Traditional livelihoods – Democratic Republic of the CongoFor Batwa in Kahuzi-Biega National Park, ‘fortress conservation’ has robbed communities of land and traditional livelihoods
Batwa of the Kahuzi-Biega forest belong to the forest-dwelling indigenous peoples of the Democratic Republic of the Congo (DRC). Their history begins with their life in the forests surrounding Mount Kahuzi and Mount Biega, the two extinct volcanoes that dominate the landscape and from which the park derives its name. Like other indigenous communities across space and time, Batwa maintain a sacred connection with their ancestral territories. For them, the forest was provider of everything, and they considered themselves fully integrated within it.
For millennia, Batwa lived in harmony with the forest – their natural environment. Forest life physically sustained them, supplying a variety of food, medicinal and fuel sources. It served as the centre of their intellectual, spiritual and cultural life, the place where they worshipped their ancestors, buried their dead, and conducted their spiritual and cultural rites.
Through their proximity and reliance on forest resources, Batwa cultivated an intimate knowledge of the flora and fauna in the Kahuzi-Biega landscape. Their tracking skills and ability to navigate dense rainforest are still unparalleled, and they are considered the region’s best traditional healers and foremost experts on the use of medicinal plants in treating illnesses. This traditional ecological knowledge, passed from generation to generation, allowed Batwa to survive in the forest for many years without significant reliance on outside communities. They knew how to preserve the forest for future generations, just as their ancestors had done before them.
As a traditional hunter-gatherer community with a cultural and spiritual connection to the forest, Batwa historically maintained an environmentally sustainable way of life. They used low-impact, traditional methods to hunt small animals and collect fruits, tubers, insects, plants and honey, which yielded a rich and sustainable diet. They principally hunted deer, porcupines, antelope and other small animals, but considered gorillas to be sacred and forbidden to hunt. Only certain community members were allowed to hunt, with restrictions on the type and quantity of animals that could be harvested. They did not fell trees but collected dead wood, and bushfires were socially prohibited and penalized by the community. Cognizant of the need to not deplete resources in any given area, they would move periodically throughout the forest to allow flora and fauna to replenish naturally.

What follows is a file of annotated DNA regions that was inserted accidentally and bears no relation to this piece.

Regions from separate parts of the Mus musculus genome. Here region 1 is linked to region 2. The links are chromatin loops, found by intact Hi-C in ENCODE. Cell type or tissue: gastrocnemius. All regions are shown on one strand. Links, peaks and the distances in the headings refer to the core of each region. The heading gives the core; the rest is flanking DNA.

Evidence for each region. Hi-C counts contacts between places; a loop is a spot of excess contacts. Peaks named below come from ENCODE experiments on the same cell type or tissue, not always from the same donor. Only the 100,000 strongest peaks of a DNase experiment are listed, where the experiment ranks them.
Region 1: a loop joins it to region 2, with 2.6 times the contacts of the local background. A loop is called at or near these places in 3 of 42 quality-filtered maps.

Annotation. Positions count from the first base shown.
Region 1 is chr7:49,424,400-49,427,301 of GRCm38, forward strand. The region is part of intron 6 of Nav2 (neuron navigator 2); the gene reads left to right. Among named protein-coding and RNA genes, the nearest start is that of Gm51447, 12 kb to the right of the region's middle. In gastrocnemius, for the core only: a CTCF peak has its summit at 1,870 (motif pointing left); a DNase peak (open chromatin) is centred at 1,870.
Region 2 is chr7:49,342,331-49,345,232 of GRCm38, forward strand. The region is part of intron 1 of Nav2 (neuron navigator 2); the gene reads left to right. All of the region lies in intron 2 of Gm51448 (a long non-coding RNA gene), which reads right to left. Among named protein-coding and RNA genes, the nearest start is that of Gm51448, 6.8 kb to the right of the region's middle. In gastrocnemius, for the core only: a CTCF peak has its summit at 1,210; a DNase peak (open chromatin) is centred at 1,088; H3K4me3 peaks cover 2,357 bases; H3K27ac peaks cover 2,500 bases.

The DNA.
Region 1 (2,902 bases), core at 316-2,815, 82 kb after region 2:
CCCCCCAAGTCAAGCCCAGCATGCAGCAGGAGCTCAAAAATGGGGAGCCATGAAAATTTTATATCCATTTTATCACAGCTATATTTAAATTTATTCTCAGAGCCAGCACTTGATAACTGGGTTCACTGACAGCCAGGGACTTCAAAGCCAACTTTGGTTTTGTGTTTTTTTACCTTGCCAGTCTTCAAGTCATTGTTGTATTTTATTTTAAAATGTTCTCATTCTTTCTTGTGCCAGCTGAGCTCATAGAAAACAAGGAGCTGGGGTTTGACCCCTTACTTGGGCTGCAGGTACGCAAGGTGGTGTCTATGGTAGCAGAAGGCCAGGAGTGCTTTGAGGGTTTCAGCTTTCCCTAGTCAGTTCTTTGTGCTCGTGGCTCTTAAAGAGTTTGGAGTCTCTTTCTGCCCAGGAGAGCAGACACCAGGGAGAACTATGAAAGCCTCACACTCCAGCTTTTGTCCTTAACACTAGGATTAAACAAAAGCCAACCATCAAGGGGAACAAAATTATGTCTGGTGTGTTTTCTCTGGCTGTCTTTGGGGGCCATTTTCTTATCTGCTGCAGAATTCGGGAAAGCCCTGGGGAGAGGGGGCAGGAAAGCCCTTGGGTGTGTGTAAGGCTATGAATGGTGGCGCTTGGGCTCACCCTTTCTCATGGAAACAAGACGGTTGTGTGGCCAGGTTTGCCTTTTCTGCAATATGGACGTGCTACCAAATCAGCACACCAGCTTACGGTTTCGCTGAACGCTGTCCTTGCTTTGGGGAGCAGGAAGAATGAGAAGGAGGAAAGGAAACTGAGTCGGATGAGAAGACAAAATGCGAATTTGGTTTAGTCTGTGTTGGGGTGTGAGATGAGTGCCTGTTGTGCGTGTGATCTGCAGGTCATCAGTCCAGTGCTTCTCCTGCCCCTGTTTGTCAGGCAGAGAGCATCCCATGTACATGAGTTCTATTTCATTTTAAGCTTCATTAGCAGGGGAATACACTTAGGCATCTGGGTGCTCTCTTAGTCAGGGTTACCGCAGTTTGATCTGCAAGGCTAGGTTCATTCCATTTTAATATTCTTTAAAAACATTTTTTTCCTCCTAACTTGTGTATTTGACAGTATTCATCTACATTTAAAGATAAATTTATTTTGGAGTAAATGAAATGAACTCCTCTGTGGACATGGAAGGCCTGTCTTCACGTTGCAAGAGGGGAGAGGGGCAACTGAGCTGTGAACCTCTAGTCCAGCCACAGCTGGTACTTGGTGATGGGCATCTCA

However, beginning with the Belgian colonial administration in the 1930s and continuing after independence, successive steps were taken to designate the forest as a protected area – and in the process, the rights of the Batwa communities to their land and resources were gradually undermined. In 1970, the government gazetted and expanded the area designated as a forest reserve into a national park, effectively creating the Kahuzi-Biega National Park (Parc National de Kahuzi-Biega, ‘PNKB’). Batwa families were initially displaced and relocated within park boundaries, but were allowed to continue living in the forest. Then, in 1975, the PNKB was expanded to encompass the lowland sector to the west, increasing tenfold from 60,000 hectares to 600,000 hectares of total area under protection. This expansion was accompanied by state authorities forcibly and violently evicting all Batwa living in the forest. It is estimated that between 3,000 and 6,000 Batwa were dispossessed of their ancestral lands to pave the way for the PNKB.